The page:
Amidst such a balanced golf course, it is hard to pick out specifics, but the fourteenth - “Causeway” - has a green complex and approach that is unforgettable, perched as a plateau above a wicked left hand bunker that our four examine more closely than seems necessary. Two holes later, the building wind is battering us on the tee of “Calamity Corner”, more than two hundred yards across what mountaineers would term a ravine, but the shot is more mouth-watering than intimidating, though two of our four hit shots that are eye-watering.
Finishing on what was the old sixteenth, the Dunluce Links is much improved from the original by the changes, and all of this recent fame and acclaim is matched in sensational conditioning. The sandy soil is true golfing pasture, but with the extended run-offs and carefully mown contours, it is hard to remember playing a course in such fine fettle. So we shake hands, and enjoy the indoor attractions of the clubhouse almost as much as the course, and on the journey out of town - heading west into Donegal, all the talk is of this most charming of golf courses.
It almost seems a shame to leave town so soon, for in this fishing and surfing hotspot there is more culture and history than in many other countries, but we are here to play golf, and so we each make private commitments to return before long, and certainly when the Open rolls in, in just twenty-one months’ time.
Soon we are hugging the Donegal coast, having crossed the border into Southern Ireland, for the next destination, Rosapenna Golf & Hotel Resort. Golf has been played here through pristine linksland since 1893, but we are here to see the latest superstar of the Irish golf market, St Patrick’s Links. Recently listed at 49 in the Golf Magazine’s new Top 100 Courses in the World ranking, the new course was designed and built by Tom Doak’s Renaissance Golf design team.
The style that is immediately evident in the Rosapenna Hotel - crisp, modern decor with ancient driftwood in the approach to the foyer and gorgeous art on the walls of the wonderful bedrooms - is reflected in the ambience of Doak’s masterpiece through the dunes south of the property. The various sets of tees are designated by their respective tee marker stones - “Granite”, “Slate”, etc., and the occasional signs to point the player in the right direction are lovingly carved from local timber.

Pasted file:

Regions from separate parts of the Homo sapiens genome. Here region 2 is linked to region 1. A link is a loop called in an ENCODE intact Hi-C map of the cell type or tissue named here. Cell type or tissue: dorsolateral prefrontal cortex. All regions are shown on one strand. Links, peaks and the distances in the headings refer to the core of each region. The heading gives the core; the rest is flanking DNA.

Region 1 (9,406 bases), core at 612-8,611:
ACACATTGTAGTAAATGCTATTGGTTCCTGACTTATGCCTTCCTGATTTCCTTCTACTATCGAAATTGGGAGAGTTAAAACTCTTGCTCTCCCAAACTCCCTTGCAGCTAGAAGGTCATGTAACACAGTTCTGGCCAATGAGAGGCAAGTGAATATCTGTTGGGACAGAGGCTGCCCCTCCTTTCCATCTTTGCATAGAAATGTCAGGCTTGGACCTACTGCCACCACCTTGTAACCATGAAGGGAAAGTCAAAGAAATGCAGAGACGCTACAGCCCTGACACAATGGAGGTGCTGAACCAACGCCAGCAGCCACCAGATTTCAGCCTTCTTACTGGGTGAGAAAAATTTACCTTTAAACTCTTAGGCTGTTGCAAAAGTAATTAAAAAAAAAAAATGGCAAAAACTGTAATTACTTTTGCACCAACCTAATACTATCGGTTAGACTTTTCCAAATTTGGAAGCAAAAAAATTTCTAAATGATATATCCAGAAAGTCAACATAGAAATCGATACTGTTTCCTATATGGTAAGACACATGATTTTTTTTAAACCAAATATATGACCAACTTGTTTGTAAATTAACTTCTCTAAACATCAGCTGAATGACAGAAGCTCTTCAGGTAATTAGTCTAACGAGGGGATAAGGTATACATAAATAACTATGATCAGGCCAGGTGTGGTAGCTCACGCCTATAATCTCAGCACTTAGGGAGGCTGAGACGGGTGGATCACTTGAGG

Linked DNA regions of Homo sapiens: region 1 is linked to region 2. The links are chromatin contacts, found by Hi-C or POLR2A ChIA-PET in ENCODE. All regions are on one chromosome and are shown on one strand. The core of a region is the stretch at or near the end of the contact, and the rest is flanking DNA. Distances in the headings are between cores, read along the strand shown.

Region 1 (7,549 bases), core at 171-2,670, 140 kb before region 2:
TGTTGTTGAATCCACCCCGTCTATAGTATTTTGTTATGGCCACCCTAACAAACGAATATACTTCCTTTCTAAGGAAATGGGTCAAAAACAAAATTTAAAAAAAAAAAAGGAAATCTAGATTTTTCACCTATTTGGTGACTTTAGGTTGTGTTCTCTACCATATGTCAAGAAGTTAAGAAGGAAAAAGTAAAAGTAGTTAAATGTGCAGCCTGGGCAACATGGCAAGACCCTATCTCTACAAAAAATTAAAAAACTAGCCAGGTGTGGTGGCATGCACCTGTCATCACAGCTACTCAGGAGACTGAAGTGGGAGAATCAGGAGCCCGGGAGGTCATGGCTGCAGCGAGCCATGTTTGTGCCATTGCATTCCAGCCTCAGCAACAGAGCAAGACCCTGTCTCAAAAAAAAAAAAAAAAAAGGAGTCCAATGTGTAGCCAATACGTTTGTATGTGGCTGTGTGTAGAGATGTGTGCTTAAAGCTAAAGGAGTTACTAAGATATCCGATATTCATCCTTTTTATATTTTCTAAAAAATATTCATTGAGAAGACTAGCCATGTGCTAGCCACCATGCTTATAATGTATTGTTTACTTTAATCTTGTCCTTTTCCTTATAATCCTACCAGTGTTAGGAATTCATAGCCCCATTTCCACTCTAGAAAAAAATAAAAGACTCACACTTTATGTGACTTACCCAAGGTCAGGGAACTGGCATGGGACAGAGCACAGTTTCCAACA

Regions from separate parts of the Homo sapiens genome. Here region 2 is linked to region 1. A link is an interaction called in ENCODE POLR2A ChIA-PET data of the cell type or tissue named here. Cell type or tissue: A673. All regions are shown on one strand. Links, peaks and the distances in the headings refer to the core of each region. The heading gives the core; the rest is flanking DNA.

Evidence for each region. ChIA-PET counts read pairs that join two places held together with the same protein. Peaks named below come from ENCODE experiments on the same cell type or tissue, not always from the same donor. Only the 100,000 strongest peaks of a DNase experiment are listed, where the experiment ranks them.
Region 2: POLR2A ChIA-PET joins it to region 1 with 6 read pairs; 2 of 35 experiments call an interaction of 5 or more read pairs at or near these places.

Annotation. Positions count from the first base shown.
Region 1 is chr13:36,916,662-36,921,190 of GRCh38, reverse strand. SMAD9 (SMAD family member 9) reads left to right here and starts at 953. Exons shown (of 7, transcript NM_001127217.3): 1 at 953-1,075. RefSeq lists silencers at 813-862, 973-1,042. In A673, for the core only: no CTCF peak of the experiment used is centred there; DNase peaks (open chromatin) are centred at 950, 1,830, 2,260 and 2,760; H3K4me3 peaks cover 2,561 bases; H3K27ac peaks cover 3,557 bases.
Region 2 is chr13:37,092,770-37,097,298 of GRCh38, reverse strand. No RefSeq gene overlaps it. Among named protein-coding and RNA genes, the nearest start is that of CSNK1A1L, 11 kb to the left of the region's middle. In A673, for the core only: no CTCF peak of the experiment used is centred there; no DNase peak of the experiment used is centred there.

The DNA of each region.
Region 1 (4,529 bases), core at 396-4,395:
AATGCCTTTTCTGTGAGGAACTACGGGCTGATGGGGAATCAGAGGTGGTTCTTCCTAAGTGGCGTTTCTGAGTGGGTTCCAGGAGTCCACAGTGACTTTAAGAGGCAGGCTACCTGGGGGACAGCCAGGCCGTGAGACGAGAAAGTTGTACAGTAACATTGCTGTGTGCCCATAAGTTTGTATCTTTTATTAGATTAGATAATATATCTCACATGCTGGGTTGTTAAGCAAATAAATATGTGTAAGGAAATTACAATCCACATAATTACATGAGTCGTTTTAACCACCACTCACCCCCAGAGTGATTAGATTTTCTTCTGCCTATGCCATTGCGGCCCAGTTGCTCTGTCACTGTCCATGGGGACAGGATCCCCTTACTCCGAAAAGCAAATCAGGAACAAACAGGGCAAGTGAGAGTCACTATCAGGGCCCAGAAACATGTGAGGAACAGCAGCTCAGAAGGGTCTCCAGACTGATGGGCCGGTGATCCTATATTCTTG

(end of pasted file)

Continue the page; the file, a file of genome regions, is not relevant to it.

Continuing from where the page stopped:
The course begins with a first hole whose fairway is at least twice as wide as it looks from the tee, and these themes of both width - St Patrick’s is playable for all standards of golfer - and strategic architecture remain throughout the journey. Angles play a large part in the puzzle of how to get around the course, and rather than rewarding brute strength, each hole offers a variety of ways to survive and thrive.
At the second, we emerge from the wispy fescue-clad cushions of the dunes into an expansive sky, and the views across this golf course are matched by the rugged beauty of the coastline, dramatically revealed at regular intervals. The holes are individually memorable but Doak’s greatest artistic talent - that of the routing - is something to behold here. It has a rhythm that makes the time spent here flow far too quickly, testing your imagination with a wealth of architectural features that leave you grateful, regardless of your score.
As a self-confessed minimalist, Doak’s achievement here is in how much has been left untouched, sympathetic to the ecology of the land and to the exquisite contours of the co-designer, Mother Nature. Green after green has contours beyond the scope of the ordinary, yet they are generous in size and offer bailouts and options for the less courageous player. And the bunkering ought to be the subject of a PGA Tour seminar on what a “hazard” used to be, and ought to be. Here, the land is wild and craggy and the infrequent bunkers are delightfully rustic and mischievously placed.
New courses in such glorious locations are always subject to debate and controversy, but while the early inclusion of St Patrick’s Links in the higher echelons is a great and deserved achievement, the fact that it sits some 33 places behind yesterday’s marvel, the Dunluce, suggests that this is only the start of its reputation spreading around the globe.
By the time we hole out on Doak’s delightful, gentle 18th, the wind has battered us for four straight hours, but we are each enriched by the experience, and it feels as if we have been given an audience to watch the final touches being applied to some priceless canvas. St Patrick’s Links is new, but it is perhaps the finest tribute we can pay to say that it feels timeless already, and this Rosapenna resort - which has served golfers from the sumptuous menu of golf’s linksy roots for over a century - will be transformed by this latest gem.